LAFAYETTE — It wasn’t hard for Korey Louis to find his football role model. All he had to do was look across the kitchen table in the direction of older brother Lamar.
“Before games, after I listened to Miley Cyrus, I’d look at my brother’s highlight tape,” Korey said Wednesday just after casting his football lot with Louisiana-Lafayette. “I just watched what he did, and I started tackling just like him.”
There were worse examples to follow. Lamar Louis was noted for his athleticism and explosiveness while a standout at Breaux Bridge High, and he took those traits to a four-year career at LSU that ended last fall. Now the 6-foot-2, 195-pound younger brother will get his chance with the Ragin’ Cajuns.
“We’ve been fortunate that we’ve had our share of good athletes and defensive players here,” BBHS coach Paul Broussard said. “Korey fits in right along with them. He’s very athletic, he runs well and he’s long and lanky so I know he can put on a lot of weight once he gets to college and gets on a good weight program. I think he has a lot of upside.”
Apparently, so do the Cajuns’ defensive coaches, who quickly made Louis a believer in their family and team approach. Outside linebackers coach and co-defensive coordinator Charlie Harbison, who could wind up as his position coach, was a constant presence with Louis throughout the season.
“It was the way they treated me like family,” Louis said. “They treated me like their own. I wanted to go there because of that family, not just because of the sports. (Harbison) was on the phone with me a lot; we formed a good relationship.”
Louis was a member of The Advocate’s All-Acadiana team after leading the Tigers to the Class 4A nonselect playoffs. He is No. 87 nationally on 247Sports.com’s outside linebacker list and had offers from Louisiana Tech, Nicholls State, Southern and Grambling in-state, and Utah State among others out of state.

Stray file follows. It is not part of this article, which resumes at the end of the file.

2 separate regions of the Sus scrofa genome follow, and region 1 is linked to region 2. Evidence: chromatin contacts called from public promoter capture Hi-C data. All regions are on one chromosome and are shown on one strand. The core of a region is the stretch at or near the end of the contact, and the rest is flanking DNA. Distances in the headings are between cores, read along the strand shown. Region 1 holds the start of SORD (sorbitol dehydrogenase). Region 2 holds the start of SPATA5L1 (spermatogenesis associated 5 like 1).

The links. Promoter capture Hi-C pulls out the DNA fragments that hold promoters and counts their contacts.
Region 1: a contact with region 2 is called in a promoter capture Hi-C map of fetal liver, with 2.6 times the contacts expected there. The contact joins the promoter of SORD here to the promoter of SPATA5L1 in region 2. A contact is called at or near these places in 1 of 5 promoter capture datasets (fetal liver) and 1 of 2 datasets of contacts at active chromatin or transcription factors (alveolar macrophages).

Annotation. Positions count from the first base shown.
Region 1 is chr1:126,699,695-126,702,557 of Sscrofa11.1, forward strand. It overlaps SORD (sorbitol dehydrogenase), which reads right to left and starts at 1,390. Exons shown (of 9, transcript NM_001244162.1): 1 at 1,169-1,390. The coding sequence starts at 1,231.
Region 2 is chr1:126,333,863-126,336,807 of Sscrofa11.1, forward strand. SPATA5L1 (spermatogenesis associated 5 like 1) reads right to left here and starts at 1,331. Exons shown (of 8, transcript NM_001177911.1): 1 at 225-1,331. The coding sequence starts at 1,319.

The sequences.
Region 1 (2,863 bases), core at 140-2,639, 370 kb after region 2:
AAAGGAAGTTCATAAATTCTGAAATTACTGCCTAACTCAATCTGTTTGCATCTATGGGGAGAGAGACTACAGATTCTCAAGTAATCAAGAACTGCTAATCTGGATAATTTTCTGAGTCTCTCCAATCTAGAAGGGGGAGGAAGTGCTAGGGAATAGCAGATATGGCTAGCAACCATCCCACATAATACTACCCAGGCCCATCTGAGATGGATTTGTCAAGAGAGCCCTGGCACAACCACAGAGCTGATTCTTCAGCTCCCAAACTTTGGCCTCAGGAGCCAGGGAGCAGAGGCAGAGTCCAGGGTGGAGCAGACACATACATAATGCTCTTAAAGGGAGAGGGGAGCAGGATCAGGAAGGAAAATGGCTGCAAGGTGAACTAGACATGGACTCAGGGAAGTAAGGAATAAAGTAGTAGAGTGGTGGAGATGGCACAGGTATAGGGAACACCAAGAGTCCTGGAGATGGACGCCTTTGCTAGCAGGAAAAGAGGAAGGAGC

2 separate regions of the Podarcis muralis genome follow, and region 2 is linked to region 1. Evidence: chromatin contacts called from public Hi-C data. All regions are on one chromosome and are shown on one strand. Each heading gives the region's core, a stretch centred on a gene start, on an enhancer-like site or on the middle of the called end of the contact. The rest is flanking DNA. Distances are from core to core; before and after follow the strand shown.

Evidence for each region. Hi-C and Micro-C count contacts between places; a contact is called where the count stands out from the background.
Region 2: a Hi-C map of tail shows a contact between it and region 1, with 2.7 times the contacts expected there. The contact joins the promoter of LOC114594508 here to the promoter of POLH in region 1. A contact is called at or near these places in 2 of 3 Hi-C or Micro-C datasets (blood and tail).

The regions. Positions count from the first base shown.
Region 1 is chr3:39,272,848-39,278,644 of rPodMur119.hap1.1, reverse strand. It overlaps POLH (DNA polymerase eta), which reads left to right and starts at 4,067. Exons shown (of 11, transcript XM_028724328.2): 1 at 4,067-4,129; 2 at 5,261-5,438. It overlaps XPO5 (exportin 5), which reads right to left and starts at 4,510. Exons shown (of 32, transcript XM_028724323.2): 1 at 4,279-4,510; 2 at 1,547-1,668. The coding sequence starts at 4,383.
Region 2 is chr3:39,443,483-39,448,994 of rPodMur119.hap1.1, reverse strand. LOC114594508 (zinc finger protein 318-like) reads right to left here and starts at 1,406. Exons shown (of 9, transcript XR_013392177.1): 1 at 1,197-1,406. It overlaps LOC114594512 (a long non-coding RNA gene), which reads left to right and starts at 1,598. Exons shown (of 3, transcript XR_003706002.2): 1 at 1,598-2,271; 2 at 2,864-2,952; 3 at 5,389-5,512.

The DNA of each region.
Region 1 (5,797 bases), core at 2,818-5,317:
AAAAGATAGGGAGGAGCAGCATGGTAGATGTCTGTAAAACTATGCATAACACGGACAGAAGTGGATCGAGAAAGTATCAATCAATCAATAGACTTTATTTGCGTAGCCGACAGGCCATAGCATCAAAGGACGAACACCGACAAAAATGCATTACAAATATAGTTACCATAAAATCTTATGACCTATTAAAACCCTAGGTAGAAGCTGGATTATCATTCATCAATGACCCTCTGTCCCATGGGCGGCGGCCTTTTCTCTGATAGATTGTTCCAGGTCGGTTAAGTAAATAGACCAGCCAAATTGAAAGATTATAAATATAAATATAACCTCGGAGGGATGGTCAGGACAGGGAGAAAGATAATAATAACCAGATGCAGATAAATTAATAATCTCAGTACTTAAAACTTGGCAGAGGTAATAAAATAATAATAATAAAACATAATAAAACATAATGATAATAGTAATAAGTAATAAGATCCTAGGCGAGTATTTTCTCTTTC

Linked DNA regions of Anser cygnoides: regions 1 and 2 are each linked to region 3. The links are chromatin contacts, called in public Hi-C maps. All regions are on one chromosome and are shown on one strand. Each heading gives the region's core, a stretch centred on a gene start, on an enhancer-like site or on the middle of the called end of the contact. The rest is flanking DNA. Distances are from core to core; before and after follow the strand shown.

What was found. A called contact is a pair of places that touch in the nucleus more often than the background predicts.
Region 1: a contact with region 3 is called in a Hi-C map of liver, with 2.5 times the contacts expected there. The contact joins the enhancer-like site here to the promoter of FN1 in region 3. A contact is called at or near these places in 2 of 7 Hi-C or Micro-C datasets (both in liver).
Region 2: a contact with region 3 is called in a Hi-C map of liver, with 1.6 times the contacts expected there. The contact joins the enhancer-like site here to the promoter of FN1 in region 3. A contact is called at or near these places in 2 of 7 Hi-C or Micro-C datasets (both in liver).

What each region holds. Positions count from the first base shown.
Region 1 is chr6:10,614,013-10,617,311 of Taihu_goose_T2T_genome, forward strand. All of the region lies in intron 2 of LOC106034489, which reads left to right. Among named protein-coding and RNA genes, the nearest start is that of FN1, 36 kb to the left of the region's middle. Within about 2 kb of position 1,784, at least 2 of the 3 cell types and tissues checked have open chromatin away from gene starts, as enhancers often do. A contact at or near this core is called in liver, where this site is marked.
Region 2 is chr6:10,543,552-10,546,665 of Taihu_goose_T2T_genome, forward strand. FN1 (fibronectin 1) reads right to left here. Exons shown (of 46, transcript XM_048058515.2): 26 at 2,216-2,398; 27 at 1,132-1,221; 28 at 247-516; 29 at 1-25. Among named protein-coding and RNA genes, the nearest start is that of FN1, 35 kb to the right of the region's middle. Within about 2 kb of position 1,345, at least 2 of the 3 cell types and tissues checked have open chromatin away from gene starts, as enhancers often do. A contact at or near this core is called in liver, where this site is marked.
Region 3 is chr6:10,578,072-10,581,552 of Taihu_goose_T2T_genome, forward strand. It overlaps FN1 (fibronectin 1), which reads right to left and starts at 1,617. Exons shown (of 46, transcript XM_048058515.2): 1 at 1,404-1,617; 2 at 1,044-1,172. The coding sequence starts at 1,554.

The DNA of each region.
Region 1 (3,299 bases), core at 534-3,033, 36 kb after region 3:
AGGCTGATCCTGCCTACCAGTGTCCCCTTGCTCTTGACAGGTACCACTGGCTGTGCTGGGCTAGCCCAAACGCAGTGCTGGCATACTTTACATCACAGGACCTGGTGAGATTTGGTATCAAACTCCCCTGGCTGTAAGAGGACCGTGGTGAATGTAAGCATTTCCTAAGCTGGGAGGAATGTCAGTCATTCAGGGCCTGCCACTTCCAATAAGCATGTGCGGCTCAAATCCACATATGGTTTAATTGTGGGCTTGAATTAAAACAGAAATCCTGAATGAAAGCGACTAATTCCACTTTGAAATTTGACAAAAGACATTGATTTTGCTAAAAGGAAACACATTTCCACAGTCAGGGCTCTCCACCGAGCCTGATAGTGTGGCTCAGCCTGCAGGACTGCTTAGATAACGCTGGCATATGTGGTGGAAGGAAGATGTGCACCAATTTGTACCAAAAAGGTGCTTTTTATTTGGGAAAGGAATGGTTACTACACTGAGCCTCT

He finished with three fumble recoveries, five sacks and two blocked kicks, even though many offenses made a point to avoid him.
“We used him in a lot of different capacities,” Broussard said. “We walked him out to cover receivers a lot. The way offenses are now, he was out of the box a lot of times. We tried to scheme and keep him in there so he could make plays for us, but he’s athletic enough to go out and do that. That showed his versatility a lot.”
Louis got football sideline experience — and Breaux Bridge High indoctrination — from an early age. He was a ball boy for the Tigers throughout his brother’s prep career from 2008-11, and he reveled in watching his brother along with fellow LSU standout Travin Dural and just-graduated Cajuns linebacker Tyren Alexander.
“I always wanted to be like them,” Louis said. “I watched Lamar, always hoping he’d get a tackle, Travin catching those big passes and Tyren just being aggressive on the defensive line. I kind of fit in behind all of those guys.”
Louis is projected as an outside linebacker but said Cajuns coaches also talked to him about playing the nickel role. Broussard, for one, thinks he can help in several spots.
“I think he has the ability in a couple of years, when he puts on more weight, that he can play inside if they need him,” he said. “When it’s all said and done, he’s going to be a very, very good defensive player.”